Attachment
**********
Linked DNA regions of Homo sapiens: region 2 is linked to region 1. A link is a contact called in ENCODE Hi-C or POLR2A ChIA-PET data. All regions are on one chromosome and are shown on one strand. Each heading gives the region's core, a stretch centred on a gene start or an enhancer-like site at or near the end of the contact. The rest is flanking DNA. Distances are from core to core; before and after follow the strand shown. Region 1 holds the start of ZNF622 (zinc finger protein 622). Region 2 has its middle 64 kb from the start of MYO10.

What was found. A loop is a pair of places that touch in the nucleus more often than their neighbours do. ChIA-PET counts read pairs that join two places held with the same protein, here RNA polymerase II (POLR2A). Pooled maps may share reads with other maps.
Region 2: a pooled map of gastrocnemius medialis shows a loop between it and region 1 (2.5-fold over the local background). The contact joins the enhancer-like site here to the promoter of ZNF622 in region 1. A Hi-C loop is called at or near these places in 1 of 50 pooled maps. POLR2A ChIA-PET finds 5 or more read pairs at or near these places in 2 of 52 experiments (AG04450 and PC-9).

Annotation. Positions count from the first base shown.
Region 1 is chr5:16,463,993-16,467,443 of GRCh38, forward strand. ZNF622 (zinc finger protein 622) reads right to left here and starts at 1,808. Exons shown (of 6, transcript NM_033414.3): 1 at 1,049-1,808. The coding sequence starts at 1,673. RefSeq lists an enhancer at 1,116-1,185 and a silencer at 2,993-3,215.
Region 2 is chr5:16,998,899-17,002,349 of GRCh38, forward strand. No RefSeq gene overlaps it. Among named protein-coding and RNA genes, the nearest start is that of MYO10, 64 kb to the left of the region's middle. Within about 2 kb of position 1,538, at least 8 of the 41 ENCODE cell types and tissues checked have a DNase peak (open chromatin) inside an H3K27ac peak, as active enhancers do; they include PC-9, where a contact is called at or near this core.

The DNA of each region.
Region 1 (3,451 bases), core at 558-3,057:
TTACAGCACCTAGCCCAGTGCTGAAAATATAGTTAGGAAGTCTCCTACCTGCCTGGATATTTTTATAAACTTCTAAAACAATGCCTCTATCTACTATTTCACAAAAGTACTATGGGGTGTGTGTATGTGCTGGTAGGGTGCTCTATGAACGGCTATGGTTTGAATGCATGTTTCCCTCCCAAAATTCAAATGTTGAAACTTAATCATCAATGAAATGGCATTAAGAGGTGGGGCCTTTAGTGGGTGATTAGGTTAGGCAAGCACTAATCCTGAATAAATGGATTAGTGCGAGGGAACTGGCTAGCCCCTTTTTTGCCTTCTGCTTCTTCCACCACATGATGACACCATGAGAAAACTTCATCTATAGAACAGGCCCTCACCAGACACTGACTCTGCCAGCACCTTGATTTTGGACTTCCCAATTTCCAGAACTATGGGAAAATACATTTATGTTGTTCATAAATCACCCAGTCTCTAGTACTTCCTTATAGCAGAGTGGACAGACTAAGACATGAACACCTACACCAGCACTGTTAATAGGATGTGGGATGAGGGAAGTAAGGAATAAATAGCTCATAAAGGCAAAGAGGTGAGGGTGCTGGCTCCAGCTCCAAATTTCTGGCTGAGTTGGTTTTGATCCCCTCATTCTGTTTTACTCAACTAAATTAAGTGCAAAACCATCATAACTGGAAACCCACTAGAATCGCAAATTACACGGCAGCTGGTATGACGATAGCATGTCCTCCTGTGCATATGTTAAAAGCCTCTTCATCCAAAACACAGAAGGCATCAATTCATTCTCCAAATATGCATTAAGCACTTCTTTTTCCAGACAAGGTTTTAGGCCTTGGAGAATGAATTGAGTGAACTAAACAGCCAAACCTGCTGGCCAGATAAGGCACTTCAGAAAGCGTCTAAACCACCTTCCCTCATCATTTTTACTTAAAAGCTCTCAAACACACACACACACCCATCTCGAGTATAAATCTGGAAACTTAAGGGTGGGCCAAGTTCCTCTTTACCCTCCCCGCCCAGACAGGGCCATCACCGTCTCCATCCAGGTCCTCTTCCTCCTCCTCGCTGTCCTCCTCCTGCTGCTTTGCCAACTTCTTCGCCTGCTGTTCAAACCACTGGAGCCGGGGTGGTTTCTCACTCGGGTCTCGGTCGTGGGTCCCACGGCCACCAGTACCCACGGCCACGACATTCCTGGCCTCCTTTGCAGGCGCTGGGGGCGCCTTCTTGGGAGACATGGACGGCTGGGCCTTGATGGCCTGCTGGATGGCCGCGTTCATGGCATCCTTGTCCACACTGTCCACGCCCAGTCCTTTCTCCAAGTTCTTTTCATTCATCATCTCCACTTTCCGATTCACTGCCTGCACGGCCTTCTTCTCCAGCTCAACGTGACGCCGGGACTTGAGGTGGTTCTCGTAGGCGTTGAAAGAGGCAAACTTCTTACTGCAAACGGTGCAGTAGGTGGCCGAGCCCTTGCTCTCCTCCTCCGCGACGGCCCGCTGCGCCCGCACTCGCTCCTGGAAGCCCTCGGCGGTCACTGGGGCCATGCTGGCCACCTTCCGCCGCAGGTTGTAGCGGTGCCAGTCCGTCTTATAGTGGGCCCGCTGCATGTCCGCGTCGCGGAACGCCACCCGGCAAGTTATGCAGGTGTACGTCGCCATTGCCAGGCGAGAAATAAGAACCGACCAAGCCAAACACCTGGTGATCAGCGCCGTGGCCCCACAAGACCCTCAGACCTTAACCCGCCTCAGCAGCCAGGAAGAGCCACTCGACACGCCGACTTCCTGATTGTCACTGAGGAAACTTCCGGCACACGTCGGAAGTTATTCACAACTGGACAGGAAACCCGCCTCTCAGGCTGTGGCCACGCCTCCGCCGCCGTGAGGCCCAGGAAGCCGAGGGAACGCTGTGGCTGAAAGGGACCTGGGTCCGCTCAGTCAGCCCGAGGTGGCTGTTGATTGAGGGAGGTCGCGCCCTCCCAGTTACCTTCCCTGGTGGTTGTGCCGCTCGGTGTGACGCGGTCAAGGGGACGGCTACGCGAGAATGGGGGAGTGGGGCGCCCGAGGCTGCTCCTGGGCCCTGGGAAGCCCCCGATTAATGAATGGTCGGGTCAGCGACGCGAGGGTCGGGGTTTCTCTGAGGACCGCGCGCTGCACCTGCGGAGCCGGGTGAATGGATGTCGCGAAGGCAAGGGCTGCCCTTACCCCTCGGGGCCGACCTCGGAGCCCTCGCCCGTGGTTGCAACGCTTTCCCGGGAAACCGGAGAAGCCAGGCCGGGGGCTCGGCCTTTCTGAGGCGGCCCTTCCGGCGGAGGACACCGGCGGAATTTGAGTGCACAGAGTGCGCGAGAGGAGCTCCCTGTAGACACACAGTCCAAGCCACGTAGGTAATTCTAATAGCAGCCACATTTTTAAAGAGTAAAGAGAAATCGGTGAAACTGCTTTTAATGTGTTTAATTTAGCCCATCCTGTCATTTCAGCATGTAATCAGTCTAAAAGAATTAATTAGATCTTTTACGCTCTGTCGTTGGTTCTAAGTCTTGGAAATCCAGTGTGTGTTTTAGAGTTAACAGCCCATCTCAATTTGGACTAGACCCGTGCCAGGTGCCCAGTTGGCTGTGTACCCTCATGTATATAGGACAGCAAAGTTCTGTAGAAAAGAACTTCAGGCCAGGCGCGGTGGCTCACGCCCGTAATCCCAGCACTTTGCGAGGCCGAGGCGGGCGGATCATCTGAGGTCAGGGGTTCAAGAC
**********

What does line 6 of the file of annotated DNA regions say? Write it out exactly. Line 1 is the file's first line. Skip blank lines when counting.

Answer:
Region 2 is chr5:16,998,899-17,002,349 of GRCh38, forward strand. No RefSeq gene overlaps it. Among named protein-coding and RNA genes, the nearest start is that of MYO10, 64 kb to the left of the region's middle. Within about 2 kb of position 1,538, at least 8 of the 41 ENCODE cell types and tissues checked have a DNase peak (open chromatin) inside an H3K27ac peak, as active enhancers do; they include PC-9, where a contact is called at or near this core.